The high school vice principal who was rescued from the sunken South Korean ferry was found hanging from a tree, police said Friday.
Kang Min Kyu, 52, was on board the ferry along with more than 300 students from Ansan Danwon High School. He was among the first survivors to be rescued.
Police said he apparently hanged himself with a belt from a tree near a gymnasium in Jindo, where distraught relatives of missing passengers have been camping out.
It's the latest tragic turn after the ferry's sinking, which remains unexplained.
The death toll from Wednesday's disaster rose to 28 on Friday as divers raced to reach the hundreds of people still believed to be inside ship.
Divers breached the hull of a sunken ferry Friday, and two managed to enter the second deck -- the cargo deck, the South Korean Coast Guard said. But rough waters forced them back out again. They didn't find any bodies in their brief search.
"The guide line that links the sunken ship and the rescue vessel has been cut off," the Coast Guard said. "Still, the entrance into the ship is open, and we plan to resume operation to enter the ship."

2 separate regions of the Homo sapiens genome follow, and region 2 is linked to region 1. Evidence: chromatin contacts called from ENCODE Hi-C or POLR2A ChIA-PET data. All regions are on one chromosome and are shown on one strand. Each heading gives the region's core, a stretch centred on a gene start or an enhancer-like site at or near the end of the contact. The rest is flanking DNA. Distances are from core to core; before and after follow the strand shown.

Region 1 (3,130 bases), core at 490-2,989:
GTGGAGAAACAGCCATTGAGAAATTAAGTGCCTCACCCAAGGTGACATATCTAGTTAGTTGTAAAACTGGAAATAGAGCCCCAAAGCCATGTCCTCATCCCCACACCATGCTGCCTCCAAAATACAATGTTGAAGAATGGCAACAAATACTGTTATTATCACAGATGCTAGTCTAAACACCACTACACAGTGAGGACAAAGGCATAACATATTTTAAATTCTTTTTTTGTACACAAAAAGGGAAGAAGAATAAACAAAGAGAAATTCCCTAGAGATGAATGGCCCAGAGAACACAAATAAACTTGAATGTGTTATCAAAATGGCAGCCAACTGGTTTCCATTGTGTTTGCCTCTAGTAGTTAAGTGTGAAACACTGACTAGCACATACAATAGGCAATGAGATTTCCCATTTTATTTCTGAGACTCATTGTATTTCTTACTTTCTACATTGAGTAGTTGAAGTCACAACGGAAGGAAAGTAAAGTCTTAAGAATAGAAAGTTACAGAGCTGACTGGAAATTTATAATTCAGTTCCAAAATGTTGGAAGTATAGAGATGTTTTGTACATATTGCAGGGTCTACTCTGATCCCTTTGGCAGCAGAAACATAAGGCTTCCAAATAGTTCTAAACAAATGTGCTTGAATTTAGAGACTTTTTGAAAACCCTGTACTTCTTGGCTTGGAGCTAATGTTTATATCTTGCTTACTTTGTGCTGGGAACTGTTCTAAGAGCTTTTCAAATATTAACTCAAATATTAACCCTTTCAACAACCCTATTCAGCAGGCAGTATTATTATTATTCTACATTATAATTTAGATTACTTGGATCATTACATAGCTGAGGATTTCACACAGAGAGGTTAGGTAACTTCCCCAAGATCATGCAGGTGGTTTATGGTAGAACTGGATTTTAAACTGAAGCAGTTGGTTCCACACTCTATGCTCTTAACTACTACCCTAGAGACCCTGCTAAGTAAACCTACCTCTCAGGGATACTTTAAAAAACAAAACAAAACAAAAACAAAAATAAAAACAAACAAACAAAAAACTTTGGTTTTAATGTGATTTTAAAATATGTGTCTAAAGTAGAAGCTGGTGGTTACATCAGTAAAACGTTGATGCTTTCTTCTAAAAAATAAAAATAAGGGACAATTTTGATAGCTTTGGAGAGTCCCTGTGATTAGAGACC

It's a race against time.
Hopes of finding the roughly 270 people still missing dimmed further when the entire boat became submerged underwater Friday. Until then, part of the ship's blue-and-white hull was still poking out of the frigid waters of the Yellow Sea.
On top of that, divers must contend with fierce winds and rough waters.
"There are heavy currents in the area. So the vessel itself is not stable in the water. So you are, by default, putting divers at risk," U.S. Navy Capt. Heidi Agle told CNN's Wolf Blitzer. The U.S. Navy is assisting with the South Korean search.
The cause of the accident still isn't known. But a Korean prosecutor said the captain wasn't in the steering room when the ship started to sink; a third mate was at the helm.
"It is not clear where (the captain) was when the accident occurred, although it is clear that he was not in the steering room before the actual accident happened," state prosecutor Jae-Eok Park said Friday.
The captain, Lee Joon Suk, was one of at least 179 people rescued soon after Wednesday's sinking. As of Friday morning, 271 people remained missing, the Coast Guard said.
Seaborne cranes called in
Anger and disgust
Relatives of passengers expressed increasing disgust and anger over the lack of explanation from the captain and the pace of the rescue effort.
Some have waited for days in the cold rain at a harbor in Jindo, about 20 kilometers (12 miles) from the sunken boat.
Others camped out a nearby gymnasium and auditorium, desperate to hear any news of their loved ones. Relatives overcome with emotion howled and screamed, but to no avail.